Embroidering Women Stories

My passion for embroidery has no limits, this is why I´m not taking this art in my hands, because of the respect I have for this needlework.

Nevertheless, I collect in a virtual, and preliminary, gallery, the work of some wonderful artists I admire. These women use the needle to express feelings, perceptions and visions. From the oldest tradition to the most innovative design, stitching is used as language to speak out.

A great but radical example is Elisa Bennett, in her work ‘A Woman’s Work is Never Done‘, she use her own hand as a base material “to create the appearance of an incredibly work worn hand”.By using embrodery, historically associated to feminity, Eliza wanted to express that women´s work is not “light and easy”.

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“A Woman´s Work is Never Done”, by Eliza Bennet. Source: elizabennett.co.uk

In some cases, it´s only a question of artistic perception, but in other cases, the needle is use to raise awareness about women´s migration stories, to conciliate a path of violence and abuses with peace. It´s the case of the stitching tradition known as Arpilleras. Originally from Isla Negra (Chile), but currently used in different parts of the world especially in Latin America, this technique have been used to help women to speak out and demonstrate resistance.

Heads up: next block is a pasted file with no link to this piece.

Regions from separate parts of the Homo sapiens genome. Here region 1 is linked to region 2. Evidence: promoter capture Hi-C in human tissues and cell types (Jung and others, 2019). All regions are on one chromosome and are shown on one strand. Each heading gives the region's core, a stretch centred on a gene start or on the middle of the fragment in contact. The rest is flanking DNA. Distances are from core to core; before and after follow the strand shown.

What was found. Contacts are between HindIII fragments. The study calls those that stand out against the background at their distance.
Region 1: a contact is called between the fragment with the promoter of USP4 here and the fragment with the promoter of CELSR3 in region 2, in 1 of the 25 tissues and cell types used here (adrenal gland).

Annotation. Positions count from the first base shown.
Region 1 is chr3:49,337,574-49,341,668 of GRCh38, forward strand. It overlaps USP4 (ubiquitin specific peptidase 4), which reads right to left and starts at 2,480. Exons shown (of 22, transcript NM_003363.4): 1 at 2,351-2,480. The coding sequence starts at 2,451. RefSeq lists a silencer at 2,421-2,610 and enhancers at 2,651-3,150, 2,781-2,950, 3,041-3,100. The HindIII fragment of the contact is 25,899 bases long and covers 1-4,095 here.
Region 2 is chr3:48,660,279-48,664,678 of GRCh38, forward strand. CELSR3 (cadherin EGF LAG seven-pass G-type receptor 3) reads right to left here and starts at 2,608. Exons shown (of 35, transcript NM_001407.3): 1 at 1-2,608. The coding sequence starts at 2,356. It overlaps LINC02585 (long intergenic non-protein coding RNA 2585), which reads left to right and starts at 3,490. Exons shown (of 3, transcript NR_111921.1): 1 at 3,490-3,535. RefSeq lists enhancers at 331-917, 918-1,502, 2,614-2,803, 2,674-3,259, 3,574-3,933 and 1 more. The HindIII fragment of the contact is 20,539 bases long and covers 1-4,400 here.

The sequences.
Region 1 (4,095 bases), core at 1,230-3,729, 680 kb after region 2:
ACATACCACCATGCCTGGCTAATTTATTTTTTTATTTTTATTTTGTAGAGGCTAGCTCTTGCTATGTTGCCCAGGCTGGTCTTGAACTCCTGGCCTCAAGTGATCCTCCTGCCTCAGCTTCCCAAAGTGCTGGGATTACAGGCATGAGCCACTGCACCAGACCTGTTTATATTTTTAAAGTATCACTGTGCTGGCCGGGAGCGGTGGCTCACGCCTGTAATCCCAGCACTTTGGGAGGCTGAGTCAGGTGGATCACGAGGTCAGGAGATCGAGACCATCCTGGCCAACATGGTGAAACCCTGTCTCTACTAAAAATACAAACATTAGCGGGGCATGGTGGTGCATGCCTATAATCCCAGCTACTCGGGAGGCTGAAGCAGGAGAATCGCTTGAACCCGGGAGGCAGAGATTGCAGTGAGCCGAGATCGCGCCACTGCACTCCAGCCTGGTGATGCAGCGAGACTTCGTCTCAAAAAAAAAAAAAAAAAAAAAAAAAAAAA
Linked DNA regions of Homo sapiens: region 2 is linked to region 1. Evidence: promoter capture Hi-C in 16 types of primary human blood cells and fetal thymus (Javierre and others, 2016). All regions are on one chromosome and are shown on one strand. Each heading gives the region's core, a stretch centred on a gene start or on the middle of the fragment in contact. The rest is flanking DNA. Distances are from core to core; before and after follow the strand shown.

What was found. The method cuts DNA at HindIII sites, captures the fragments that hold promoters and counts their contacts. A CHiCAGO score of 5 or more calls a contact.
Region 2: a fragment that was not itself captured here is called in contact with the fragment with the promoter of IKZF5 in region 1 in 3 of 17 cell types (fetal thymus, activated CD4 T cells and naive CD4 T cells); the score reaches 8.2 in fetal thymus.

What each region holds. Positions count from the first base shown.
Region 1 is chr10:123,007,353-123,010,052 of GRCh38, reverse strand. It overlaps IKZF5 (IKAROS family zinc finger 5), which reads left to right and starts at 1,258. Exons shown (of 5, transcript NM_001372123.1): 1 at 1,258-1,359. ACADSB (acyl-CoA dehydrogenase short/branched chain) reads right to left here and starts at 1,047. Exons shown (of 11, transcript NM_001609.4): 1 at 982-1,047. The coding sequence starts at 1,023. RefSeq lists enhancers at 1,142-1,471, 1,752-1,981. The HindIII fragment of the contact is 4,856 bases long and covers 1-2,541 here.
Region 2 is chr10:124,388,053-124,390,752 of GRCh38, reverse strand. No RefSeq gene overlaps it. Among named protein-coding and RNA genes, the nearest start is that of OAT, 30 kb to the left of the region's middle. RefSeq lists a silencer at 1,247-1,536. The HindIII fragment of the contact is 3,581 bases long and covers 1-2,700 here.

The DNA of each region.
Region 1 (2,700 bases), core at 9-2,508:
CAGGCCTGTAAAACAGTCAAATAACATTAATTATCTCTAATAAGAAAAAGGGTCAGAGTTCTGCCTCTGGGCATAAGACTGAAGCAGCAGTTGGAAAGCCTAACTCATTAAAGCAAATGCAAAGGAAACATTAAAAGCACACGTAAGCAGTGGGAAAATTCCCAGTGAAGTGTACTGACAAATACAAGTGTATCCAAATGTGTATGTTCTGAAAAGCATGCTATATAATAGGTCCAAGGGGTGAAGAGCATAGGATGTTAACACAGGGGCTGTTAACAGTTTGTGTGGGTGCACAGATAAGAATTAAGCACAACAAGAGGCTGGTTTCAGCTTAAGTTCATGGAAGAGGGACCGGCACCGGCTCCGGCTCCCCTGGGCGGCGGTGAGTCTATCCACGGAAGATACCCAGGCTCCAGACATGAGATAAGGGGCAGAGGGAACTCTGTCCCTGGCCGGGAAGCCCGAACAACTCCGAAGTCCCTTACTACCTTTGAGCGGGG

The last post shared at Craftivism Lab, it´s about an Arpilleras exhibition titled “Do Retalho a Trama: Costurando Memórias Migrantes“. The exhibition, available to visit at the Museum of Migration of São Paulo until May 2016, shows the work made by a group of women from different backgrounds to reflect about migration and their personal stories.

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Exhibition “Do Retalho a Trama”. Source: MigraMundo

Another amazing experience shared at Craftivism Lab, it´s a global conversation, coordinated by Learning Lab Editions, aimed at building migration stories through storytelling, with particular attention to refugee women.

To know more about arpilleras and quilts, I mean conflict textiles, I would recomend to listen Roberta Bacic´s intervention. She is a Chilean researcher on human rights and curator of Arpilleras and Quilts exhibitions.

Because the quilts have been also used as testimonial of women voices, to communicate political and social messages throughout our history or as contemporary quilt activism.

Because it seems everything around 8th March started, also, by “women sewing textiles“.

 

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